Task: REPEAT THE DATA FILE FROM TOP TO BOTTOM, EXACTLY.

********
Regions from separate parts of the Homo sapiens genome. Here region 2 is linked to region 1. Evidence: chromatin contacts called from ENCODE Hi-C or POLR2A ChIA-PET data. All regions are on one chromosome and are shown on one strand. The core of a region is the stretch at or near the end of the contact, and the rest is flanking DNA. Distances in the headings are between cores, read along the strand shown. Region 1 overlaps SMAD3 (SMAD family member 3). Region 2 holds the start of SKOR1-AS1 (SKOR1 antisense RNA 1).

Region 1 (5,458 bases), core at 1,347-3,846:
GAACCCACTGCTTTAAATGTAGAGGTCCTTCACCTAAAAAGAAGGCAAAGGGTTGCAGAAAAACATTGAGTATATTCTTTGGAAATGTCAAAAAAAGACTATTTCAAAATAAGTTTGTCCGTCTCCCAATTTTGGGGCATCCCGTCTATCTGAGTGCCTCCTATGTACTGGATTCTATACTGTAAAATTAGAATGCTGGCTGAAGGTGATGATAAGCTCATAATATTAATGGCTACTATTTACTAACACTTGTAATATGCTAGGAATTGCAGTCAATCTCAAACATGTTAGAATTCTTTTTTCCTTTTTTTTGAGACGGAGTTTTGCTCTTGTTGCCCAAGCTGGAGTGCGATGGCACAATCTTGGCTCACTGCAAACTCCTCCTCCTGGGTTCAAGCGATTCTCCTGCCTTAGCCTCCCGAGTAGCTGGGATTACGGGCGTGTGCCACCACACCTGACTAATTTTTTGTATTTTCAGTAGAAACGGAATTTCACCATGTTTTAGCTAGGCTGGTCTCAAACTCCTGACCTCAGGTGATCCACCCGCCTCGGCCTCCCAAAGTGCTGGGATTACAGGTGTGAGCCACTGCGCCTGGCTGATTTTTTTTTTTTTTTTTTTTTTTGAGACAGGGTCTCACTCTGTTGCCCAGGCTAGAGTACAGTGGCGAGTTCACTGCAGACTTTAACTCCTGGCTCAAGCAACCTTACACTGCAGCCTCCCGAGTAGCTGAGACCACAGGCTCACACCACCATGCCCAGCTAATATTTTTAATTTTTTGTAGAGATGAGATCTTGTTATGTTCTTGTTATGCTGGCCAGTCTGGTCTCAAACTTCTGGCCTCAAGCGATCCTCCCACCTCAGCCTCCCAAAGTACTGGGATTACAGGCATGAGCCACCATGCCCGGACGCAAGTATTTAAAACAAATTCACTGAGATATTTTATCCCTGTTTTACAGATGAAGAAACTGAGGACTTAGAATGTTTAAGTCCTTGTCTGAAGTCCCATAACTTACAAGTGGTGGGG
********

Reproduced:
Regions from separate parts of the Homo sapiens genome. Here region 2 is linked to region 1. Evidence: chromatin contacts called from ENCODE Hi-C or POLR2A ChIA-PET data. All regions are on one chromosome and are shown on one strand. The core of a region is the stretch at or near the end of the contact, and the rest is flanking DNA. Distances in the headings are between cores, read along the strand shown. Region 1 overlaps SMAD3 (SMAD family member 3). Region 2 holds the start of SKOR1-AS1 (SKOR1 antisense RNA 1).

Region 1 (5,458 bases), core at 1,347-3,846:
GAACCCACTGCTTTAAATGTAGAGGTCCTTCACCTAAAAAGAAGGCAAAGGGTTGCAGAAAAACATTGAGTATATTCTTTGGAAATGTCAAAAAAAGACTATTTCAAAATAAGTTTGTCCGTCTCCCAATTTTGGGGCATCCCGTCTATCTGAGTGCCTCCTATGTACTGGATTCTATACTGTAAAATTAGAATGCTGGCTGAAGGTGATGATAAGCTCATAATATTAATGGCTACTATTTACTAACACTTGTAATATGCTAGGAATTGCAGTCAATCTCAAACATGTTAGAATTCTTTTTTCCTTTTTTTTGAGACGGAGTTTTGCTCTTGTTGCCCAAGCTGGAGTGCGATGGCACAATCTTGGCTCACTGCAAACTCCTCCTCCTGGGTTCAAGCGATTCTCCTGCCTTAGCCTCCCGAGTAGCTGGGATTACGGGCGTGTGCCACCACACCTGACTAATTTTTTGTATTTTCAGTAGAAACGGAATTTCACCATGTTTTAGCTAGGCTGGTCTCAAACTCCTGACCTCAGGTGATCCACCCGCCTCGGCCTCCCAAAGTGCTGGGATTACAGGTGTGAGCCACTGCGCCTGGCTGATTTTTTTTTTTTTTTTTTTTTTTGAGACAGGGTCTCACTCTGTTGCCCAGGCTAGAGTACAGTGGCGAGTTCACTGCAGACTTTAACTCCTGGCTCAAGCAACCTTACACTGCAGCCTCCCGAGTAGCTGAGACCACAGGCTCACACCACCATGCCCAGCTAATATTTTTAATTTTTTGTAGAGATGAGATCTTGTTATGTTCTTGTTATGCTGGCCAGTCTGGTCTCAAACTTCTGGCCTCAAGCGATCCTCCCACCTCAGCCTCCCAAAGTACTGGGATTACAGGCATGAGCCACCATGCCCGGACGCAAGTATTTAAAACAAATTCACTGAGATATTTTATCCCTGTTTTACAGATGAAGAAACTGAGGACTTAGAATGTTTAAGTCCTTGTCTGAAGTCCCATAACTTACAAGTGGTGGGG